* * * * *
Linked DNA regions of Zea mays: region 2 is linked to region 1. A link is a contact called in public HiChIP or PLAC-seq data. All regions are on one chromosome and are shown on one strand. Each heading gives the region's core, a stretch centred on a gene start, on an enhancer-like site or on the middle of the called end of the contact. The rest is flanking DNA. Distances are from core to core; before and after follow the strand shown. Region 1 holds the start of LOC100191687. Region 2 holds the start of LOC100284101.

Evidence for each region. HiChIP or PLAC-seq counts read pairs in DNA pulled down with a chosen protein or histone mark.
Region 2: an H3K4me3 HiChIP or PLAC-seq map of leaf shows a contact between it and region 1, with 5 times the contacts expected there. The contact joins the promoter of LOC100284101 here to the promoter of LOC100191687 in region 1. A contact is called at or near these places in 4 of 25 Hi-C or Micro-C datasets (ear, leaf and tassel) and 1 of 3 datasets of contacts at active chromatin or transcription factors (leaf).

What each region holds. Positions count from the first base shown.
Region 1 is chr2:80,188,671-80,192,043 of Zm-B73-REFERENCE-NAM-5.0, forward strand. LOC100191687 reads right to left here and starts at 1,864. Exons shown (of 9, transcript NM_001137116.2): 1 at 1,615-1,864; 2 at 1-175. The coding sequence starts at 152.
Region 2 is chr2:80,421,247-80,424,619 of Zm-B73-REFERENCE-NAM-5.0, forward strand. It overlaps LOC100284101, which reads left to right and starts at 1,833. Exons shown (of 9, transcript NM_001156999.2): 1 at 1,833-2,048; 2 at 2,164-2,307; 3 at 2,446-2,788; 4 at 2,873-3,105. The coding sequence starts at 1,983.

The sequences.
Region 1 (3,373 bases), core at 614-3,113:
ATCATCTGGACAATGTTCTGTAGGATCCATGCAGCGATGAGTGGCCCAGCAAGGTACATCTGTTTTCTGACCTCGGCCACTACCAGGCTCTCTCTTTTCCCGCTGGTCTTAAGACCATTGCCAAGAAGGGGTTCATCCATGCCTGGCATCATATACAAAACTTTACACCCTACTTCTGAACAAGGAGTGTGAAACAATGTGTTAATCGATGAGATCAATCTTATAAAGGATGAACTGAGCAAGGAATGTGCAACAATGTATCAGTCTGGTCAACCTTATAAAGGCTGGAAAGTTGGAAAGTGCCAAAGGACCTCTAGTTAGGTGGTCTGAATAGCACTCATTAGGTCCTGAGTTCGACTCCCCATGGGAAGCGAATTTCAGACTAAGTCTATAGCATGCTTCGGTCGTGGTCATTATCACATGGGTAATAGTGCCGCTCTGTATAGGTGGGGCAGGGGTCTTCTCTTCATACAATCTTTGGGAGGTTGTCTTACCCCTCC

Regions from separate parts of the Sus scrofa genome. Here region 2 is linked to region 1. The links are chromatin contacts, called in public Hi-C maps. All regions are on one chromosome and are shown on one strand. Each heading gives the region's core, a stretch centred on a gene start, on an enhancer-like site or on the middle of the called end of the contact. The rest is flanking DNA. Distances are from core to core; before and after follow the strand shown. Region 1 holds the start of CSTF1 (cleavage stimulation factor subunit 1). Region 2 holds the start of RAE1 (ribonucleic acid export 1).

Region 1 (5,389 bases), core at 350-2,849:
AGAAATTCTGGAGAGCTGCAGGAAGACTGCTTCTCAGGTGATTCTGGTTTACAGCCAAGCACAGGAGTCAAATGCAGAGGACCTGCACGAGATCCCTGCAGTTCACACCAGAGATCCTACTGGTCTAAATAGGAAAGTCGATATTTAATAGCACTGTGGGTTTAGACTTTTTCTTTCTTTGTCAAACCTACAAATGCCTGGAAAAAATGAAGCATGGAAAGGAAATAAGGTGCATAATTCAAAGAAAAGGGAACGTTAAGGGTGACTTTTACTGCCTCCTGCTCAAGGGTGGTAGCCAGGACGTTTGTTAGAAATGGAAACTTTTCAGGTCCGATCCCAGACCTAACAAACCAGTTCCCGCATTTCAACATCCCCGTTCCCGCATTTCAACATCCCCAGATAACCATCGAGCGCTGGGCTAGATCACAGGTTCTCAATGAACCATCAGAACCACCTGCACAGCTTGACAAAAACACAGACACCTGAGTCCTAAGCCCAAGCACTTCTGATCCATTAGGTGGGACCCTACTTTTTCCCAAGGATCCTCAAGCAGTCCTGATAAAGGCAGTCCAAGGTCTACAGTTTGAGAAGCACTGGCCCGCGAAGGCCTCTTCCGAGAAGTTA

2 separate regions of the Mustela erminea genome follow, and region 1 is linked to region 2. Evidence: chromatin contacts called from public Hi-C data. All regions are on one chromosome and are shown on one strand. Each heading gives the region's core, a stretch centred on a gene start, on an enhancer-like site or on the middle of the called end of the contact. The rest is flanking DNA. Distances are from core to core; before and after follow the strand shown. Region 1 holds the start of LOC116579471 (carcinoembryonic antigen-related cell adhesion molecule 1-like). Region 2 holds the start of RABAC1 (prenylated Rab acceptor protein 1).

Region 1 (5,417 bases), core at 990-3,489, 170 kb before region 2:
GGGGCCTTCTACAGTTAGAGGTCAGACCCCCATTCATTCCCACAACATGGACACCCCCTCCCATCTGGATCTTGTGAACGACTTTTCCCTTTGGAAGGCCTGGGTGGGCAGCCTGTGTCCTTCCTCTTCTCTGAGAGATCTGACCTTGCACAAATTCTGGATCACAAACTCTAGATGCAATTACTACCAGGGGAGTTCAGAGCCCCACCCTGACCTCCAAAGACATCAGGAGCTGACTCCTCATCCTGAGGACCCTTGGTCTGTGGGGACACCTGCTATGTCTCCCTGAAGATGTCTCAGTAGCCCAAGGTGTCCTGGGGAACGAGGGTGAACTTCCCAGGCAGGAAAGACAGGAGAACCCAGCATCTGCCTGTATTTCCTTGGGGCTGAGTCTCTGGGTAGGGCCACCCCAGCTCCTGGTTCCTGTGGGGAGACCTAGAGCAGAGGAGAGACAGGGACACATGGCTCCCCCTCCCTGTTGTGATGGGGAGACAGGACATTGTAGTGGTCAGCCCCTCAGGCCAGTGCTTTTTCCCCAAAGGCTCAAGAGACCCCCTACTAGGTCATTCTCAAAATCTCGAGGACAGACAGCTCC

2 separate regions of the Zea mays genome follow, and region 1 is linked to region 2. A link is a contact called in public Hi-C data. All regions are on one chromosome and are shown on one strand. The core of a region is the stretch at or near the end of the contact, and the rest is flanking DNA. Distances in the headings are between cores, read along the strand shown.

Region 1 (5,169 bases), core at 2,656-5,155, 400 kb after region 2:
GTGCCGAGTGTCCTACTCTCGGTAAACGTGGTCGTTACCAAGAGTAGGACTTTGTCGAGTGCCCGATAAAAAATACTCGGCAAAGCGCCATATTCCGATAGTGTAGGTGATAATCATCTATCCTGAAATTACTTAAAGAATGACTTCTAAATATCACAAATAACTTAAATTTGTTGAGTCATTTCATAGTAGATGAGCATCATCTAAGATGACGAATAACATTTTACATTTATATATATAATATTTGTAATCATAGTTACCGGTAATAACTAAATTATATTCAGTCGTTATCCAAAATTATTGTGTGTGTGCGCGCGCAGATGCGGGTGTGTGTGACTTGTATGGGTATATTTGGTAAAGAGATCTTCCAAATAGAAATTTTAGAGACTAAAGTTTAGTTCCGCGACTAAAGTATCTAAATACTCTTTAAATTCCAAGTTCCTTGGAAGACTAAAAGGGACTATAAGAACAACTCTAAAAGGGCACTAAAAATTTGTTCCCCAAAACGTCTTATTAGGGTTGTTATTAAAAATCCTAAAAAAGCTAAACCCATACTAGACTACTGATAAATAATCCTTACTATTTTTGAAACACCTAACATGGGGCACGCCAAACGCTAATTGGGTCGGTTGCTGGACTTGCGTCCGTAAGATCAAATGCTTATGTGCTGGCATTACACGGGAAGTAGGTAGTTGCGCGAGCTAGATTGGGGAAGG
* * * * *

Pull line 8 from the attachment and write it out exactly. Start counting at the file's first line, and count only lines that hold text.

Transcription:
Region 1 (3,373 bases), core at 614-3,113: